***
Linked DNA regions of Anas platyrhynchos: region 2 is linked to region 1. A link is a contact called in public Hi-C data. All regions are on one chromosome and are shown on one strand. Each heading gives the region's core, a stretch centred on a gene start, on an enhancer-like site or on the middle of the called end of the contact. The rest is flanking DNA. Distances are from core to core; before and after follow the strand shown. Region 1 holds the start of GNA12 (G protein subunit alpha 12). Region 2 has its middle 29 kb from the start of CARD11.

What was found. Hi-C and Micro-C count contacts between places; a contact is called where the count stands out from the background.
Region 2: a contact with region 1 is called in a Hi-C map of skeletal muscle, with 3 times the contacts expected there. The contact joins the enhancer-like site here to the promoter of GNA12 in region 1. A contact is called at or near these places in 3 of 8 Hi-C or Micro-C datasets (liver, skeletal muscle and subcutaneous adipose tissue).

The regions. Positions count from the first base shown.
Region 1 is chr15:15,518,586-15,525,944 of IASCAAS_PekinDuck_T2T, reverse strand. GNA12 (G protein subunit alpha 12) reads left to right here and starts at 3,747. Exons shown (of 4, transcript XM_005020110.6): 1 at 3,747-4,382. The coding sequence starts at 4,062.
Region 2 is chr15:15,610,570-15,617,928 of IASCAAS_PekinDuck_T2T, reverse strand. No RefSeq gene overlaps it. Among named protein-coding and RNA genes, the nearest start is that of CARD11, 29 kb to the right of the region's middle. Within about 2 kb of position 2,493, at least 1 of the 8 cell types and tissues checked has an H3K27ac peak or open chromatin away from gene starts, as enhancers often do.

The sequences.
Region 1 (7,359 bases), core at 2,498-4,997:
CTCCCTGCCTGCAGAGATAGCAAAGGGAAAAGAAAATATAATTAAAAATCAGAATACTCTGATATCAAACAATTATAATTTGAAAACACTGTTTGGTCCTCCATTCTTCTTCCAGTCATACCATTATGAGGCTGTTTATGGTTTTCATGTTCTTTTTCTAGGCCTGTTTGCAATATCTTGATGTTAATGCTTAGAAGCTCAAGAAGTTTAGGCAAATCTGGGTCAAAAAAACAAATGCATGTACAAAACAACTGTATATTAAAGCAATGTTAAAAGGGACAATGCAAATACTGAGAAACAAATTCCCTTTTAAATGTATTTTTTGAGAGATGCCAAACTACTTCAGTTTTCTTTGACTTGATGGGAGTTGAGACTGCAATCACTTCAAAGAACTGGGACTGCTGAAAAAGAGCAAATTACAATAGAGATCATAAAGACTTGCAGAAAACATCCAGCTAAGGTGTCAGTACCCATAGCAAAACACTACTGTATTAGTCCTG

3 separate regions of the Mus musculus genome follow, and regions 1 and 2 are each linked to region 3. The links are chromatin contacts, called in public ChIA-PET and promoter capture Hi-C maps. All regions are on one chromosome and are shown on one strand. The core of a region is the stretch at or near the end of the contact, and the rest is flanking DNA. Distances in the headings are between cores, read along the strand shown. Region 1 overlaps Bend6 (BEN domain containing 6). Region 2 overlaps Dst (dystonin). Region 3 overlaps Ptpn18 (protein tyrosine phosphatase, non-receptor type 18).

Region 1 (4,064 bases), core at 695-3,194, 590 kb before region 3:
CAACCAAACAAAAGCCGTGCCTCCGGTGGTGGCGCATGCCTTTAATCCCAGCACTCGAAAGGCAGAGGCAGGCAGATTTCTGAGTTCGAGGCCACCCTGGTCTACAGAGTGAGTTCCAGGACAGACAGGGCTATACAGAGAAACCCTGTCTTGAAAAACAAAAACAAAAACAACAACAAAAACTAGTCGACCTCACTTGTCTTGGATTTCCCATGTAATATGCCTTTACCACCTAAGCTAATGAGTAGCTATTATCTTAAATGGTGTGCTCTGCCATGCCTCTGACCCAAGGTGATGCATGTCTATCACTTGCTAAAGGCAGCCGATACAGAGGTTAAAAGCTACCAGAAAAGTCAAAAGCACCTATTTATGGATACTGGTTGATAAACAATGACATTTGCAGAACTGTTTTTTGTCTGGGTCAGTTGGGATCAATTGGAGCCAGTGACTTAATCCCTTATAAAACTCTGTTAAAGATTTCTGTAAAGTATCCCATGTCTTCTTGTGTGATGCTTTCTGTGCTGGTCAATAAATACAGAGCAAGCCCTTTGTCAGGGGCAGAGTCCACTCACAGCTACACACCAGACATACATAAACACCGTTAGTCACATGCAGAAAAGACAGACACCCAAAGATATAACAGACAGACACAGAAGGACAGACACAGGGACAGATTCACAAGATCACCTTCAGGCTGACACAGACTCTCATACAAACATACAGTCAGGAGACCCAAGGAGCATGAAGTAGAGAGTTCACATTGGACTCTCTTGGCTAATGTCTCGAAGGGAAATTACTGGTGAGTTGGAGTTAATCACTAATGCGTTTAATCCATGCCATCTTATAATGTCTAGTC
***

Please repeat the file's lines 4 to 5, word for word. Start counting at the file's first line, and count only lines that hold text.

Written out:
The regions. Positions count from the first base shown.
Region 1 is chr15:15,518,586-15,525,944 of IASCAAS_PekinDuck_T2T, reverse strand. GNA12 (G protein subunit alpha 12) reads left to right here and starts at 3,747. Exons shown (of 4, transcript XM_005020110.6): 1 at 3,747-4,382. The coding sequence starts at 4,062.